Ruhika Patra and Sam Haggerty joked that if men had periods, they wouldn’t be having this conversation. The 14- and 13-year-old girls, respectively, will be attending Jasper High School next year as ninth-graders. But they’ve spent the better part of their Rice Middle School years convincing people that feminine hygiene products are not a luxury.
As part of their Silver Award for their Girl Scout troop, Patra and Haggerty testified in support of House Bill 311, which would eliminate a luxury tax on hygiene products like tampons and sanitary pads, otherwise known as the “tampon tax.” The products are currently taxed from 6.25 up to 8.25 percent. Collin County has the maximum tax rate.
Several states have already passed similar bills – Illinois, Nevada, Pennsylvania, New York, Massachusetts, Maryland, New Jersey, California, Florida – and if legislators approved HB 311, Texas would be the first state in the region to eliminate this tax.
The bill has been introduced several times in the session, but this year was the first time it ever had a hearing. So at the beginning of May, Patra and Haggerty headed to Austin to testify on behalf of women in Texas.
“It’s not a conversation that’s ever had, especially in legislation, even more in local communities. So it’s important that we stop criminalizing periods and feminine hygiene products or demonizing them the way we usually do because it is such a taboo subject,” Haggerty said. “And it’s important that we push the conversation to the forefront of politics in order to get people talking about it, and in order to make gender equality exist, not only at a social level, but also at a political and economic level.”
At the May 1 hearing, Patra laid the background, discussing how the tax impacts women, specifically those in poverty. Haggerty talked about the financial impact and the health benefits if the bill passes.
Patra admitted feeling “intimidated” before speaking to a majority-male Congress about periods, pads and tampons.
“But when I was at the hearing and I was just speaking, the nerves just went away when I realized I was just speaking from my heart for this general cause,” she said.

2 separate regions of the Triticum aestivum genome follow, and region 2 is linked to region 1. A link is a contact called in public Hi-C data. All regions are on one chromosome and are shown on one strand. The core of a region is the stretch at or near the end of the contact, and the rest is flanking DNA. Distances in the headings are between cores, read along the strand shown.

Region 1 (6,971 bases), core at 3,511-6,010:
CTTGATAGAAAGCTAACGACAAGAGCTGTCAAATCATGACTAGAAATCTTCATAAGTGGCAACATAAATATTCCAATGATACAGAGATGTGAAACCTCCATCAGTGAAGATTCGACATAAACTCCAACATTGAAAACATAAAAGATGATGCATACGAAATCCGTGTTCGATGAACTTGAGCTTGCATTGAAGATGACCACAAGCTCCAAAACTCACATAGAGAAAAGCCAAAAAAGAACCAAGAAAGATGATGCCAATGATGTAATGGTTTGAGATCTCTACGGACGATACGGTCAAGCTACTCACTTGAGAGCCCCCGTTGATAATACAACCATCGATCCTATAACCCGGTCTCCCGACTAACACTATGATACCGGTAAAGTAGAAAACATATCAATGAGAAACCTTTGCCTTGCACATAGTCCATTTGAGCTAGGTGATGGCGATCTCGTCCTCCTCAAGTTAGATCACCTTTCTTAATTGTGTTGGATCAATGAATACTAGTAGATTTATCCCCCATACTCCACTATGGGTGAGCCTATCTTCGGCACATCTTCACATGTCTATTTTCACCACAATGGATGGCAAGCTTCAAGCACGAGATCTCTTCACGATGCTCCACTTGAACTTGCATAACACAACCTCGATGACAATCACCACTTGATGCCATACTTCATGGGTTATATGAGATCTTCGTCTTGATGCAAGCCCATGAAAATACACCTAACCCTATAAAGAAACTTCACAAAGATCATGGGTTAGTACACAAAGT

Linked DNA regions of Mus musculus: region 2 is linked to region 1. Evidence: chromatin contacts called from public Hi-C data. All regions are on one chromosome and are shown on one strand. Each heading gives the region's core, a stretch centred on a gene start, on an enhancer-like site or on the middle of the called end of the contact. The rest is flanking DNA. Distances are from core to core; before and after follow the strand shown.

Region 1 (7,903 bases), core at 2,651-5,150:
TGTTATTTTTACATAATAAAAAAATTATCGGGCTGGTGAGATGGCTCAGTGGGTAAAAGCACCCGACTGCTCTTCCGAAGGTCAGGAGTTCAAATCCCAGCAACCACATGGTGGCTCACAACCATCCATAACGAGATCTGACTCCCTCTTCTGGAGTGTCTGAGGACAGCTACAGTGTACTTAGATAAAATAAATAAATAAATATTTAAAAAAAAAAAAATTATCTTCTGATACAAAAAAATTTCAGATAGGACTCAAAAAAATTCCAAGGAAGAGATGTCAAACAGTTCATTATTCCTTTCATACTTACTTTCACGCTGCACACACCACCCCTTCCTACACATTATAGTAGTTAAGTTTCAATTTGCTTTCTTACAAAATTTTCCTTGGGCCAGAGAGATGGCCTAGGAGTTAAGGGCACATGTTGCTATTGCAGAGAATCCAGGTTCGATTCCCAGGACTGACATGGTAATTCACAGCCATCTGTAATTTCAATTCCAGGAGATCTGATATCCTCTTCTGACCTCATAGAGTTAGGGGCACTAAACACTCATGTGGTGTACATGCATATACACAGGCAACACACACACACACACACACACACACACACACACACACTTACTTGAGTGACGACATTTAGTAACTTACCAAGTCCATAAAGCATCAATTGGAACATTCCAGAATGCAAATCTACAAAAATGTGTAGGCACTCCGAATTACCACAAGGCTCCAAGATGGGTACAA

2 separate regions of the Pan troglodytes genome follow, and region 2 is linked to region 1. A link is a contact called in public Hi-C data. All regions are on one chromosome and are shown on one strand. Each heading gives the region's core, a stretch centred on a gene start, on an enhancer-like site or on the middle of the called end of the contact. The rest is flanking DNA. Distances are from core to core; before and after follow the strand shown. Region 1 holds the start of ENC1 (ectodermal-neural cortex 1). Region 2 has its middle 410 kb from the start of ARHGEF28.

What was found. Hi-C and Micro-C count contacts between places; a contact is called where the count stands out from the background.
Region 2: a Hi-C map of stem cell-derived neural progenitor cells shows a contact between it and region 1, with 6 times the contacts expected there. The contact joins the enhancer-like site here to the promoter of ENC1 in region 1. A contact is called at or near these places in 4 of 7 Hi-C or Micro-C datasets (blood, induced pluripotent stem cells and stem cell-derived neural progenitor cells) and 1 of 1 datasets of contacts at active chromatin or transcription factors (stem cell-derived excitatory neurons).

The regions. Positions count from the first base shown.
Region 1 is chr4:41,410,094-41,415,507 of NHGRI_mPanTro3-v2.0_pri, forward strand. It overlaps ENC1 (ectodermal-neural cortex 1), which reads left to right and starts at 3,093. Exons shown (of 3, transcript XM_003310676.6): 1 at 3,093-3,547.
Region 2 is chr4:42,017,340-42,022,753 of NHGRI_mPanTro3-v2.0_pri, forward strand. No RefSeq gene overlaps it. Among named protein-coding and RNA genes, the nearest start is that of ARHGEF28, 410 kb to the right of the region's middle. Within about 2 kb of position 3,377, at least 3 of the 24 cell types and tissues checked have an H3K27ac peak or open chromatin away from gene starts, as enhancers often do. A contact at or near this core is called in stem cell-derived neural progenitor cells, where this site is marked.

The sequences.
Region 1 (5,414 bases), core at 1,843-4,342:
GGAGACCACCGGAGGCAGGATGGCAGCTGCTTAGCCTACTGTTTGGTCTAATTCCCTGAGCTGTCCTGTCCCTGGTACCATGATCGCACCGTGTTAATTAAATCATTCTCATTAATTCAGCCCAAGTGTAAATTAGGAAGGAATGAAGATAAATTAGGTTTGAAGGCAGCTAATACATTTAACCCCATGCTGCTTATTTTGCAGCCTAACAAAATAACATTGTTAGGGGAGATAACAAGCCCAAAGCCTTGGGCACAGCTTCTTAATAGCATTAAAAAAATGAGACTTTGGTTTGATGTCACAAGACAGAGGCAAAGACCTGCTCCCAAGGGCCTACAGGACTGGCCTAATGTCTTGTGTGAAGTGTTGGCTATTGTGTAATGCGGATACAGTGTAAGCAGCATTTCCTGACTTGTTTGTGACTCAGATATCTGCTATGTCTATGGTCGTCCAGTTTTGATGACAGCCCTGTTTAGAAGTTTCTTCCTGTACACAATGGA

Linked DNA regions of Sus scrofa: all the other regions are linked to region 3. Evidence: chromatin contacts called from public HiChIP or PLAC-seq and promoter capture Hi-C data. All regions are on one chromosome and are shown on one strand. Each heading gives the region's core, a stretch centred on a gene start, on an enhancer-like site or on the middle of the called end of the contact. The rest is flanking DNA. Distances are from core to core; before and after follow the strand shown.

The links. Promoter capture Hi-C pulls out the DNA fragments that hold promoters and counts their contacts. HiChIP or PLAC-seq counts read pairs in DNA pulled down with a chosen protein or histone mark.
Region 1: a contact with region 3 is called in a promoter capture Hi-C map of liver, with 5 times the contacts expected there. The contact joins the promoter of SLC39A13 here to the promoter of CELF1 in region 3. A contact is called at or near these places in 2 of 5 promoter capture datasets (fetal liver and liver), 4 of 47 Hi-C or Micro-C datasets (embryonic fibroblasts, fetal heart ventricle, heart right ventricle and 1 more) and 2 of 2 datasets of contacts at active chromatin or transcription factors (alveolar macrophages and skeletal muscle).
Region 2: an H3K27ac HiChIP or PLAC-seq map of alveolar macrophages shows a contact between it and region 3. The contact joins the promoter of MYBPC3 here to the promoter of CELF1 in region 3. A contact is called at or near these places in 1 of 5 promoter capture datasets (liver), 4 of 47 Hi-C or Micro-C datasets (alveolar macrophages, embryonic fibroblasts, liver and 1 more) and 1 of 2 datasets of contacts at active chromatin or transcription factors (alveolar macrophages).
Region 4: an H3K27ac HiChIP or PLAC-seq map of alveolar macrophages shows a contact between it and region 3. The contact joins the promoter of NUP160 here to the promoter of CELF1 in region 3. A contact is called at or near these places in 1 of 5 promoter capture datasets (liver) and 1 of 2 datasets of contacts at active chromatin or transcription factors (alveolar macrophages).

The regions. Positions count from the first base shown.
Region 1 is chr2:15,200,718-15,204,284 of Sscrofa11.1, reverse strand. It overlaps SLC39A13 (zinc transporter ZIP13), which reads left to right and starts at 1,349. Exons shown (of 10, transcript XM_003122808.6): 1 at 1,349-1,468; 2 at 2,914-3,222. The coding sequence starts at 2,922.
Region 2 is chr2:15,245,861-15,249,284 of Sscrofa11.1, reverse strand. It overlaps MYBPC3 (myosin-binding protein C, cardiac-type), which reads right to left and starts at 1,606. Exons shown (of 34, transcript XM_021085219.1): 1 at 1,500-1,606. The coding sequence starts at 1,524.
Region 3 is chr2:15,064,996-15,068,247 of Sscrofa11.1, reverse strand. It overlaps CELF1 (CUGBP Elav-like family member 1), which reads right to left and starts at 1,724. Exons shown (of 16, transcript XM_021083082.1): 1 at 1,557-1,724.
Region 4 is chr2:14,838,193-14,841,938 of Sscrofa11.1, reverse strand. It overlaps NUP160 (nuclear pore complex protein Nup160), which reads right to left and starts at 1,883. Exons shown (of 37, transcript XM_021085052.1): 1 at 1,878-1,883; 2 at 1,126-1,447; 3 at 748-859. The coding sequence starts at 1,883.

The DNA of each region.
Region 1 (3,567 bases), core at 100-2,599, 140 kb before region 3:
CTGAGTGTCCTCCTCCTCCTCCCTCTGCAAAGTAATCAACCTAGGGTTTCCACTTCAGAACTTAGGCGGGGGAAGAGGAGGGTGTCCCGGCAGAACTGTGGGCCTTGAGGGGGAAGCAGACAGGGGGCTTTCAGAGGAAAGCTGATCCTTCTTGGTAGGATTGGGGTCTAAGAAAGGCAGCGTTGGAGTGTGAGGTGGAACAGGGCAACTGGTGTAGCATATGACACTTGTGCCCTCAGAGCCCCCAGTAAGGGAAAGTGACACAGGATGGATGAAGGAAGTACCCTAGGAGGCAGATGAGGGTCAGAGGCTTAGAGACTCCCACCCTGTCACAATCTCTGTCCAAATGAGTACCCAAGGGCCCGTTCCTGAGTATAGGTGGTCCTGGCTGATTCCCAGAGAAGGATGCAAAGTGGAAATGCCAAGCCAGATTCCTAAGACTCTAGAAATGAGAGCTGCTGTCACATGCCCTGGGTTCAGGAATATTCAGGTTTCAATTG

The pair argued that removing the luxury tax would net a loss of $17 million in annual revenue, “a drop in the bucket” for the state’s overall budget. But Haggerty said the state will make that money back because women would likely take their savings and spend them somewhere else. Texas women are statistically the biggest spenders in their households, and according to their research, Texas women would save an average $25 per year, which would “give women a few more coins in their pocket, especially women in poverty,” Haggerty said.
Plus, they said regular access to sanitary napkins and tampons would protect female health. Women risk severe infection if they wear pads too long or reuse them out of necessity. Patra also drew connection to items like sunscreen and bandages, which are designed for health and cleanliness, yet they don’t have a luxury tax.
The general opposition to the bill said Texas shouldn’t start selectively chipping away at its tax base through a gendered lens. Plus, access to tampons and taxes should be supplemented elsewhere, like in schools, donations and community nonprofits, instead of the proposed alternative.
Patra and Haggerty were both hopeful that once they got a hearing HB 311 would take the next step toward becoming law. However, three weeks before the end of the session, House representatives delayed voting on the bill, which could allow it to die in committee.
As the girls prepare for ninth grade, they’re setting their sights on their Girl Scout Gold Award. Patra hopes to shift gears and connect her project to laws and gender equality. But Haggerty plans to see this through and remain a vocal advocate until the tampon tax is gone.
“As women, it’s our responsibility to stand up for other women,” Haggerty said.